Table: QoQ increase in Graphics DRAM contract prices, 1Q21-3Q21
up 5 – 10%
up 20 – 25%
up 8 – 13%
Take memory, for example, DRAM supply has been seriously hampered by the silicon shortage with contract pricing going up by 5 to 10% in the first quarter of this year then a staggering 20 to 25% in the second quarter with a projected 8 to 13% more again, coming in the third quarter, that over a 50% cumulative increase in the price since the end of 2020.
And the spot prices have been consistently worse with current prices sitting at easily double the contract price and TrendForce saying that at the scalp-pocalypse’s peak spot prices were up as much as 200% higher than contract pricing.
Demand from game consoles and GPUs remains high. And the realities of wafer production mean that 8GB and 16GB GDDR6 chips need separate allocations. So this crucial manufacturing capacity is split. The consoles use 16GB chips while consumer GPUs currently use 8GB chips.
And the majority of 8GB capacity is reportedly feeding NVIDA’s lower-end 30 series GPUs, which leaves very little on the bone for anyone else. Thankfully, the 6600 XT is going to be using 16GB chips. So for this launch, anyway, it’s less of a concern.
The final DRAM factor though is somewhat unexpected and its servers. That’s right. This whole thing is colliding with a big boom in server orders. And servers, they need DRAM. Lots and lots of DRAM. And all of that is just the memory.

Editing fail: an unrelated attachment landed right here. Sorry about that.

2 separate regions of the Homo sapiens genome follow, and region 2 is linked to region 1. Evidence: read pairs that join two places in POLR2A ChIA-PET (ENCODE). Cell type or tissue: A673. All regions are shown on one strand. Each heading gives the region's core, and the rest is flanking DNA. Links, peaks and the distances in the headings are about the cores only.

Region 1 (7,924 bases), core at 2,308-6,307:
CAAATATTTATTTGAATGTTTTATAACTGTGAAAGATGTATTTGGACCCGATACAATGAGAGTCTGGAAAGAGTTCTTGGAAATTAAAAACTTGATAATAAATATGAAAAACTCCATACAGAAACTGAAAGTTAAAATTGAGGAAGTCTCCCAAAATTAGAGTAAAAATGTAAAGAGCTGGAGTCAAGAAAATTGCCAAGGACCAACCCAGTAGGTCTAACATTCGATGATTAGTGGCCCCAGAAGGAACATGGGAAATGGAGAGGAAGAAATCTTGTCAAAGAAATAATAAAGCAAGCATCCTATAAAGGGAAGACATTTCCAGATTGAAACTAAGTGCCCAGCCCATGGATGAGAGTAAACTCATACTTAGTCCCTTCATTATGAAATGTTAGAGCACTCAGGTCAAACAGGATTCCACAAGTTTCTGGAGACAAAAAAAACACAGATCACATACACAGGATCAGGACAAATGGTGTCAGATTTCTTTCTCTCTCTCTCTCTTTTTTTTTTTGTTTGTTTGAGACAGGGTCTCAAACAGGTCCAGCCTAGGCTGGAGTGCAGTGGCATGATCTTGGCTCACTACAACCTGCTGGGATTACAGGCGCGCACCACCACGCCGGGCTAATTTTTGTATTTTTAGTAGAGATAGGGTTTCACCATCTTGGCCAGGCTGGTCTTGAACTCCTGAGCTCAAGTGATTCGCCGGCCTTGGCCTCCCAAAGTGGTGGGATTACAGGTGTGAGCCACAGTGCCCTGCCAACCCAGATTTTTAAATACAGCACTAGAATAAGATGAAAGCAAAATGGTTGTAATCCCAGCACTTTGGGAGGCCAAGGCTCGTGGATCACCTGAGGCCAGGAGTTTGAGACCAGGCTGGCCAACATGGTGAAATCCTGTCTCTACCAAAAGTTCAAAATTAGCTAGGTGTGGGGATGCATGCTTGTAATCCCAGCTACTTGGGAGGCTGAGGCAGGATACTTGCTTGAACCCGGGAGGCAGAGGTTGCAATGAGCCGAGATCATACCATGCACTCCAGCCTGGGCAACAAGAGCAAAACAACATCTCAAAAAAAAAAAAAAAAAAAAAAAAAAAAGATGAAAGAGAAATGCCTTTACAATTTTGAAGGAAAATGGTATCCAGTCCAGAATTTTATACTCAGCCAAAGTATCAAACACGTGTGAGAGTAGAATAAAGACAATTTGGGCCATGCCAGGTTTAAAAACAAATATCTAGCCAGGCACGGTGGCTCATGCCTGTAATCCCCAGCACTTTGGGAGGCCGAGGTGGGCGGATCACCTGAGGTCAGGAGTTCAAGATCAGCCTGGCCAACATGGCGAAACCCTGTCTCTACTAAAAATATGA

Next up, we’ve got copper, you know, that stuff that good heat sinks are made of among other things. Well, copper has gone from a little under $2.20 per pound in mid-2020 to double that as of today. And a lot of that has to do with speculation that a global economic rebound will boost demand for metals used in manufacturing and in construction.
If that sounds like it’ll impact a lot more than copper, you’re right. Aluminum prices are skyrocketing. They’re up about 45% since this time last year. Steel and nickel are up nearly 30%. Plastics are up 47% and neodymium, which is used for magnets in fans and headphones is up a staggering 88%. Even tin and led, which make up solder, are up nearly 36 and 14%, respectively.
So all of that means that virtually every material that goes into producing a GPU or really any consumer electronics is significantly more expensive than it was just a year ago.
If you’re a U.S. resident and the GPU that you want is made in China. Tariffs are famously misrepresented by politicians and enthusiasts alike. But the TLDR is, U.S. consumers get to pay the U.S. government between 10 to 25% more for electronics manufactured in China right now, which as of the end of 2020 has GPUs falling in that 25% bracket.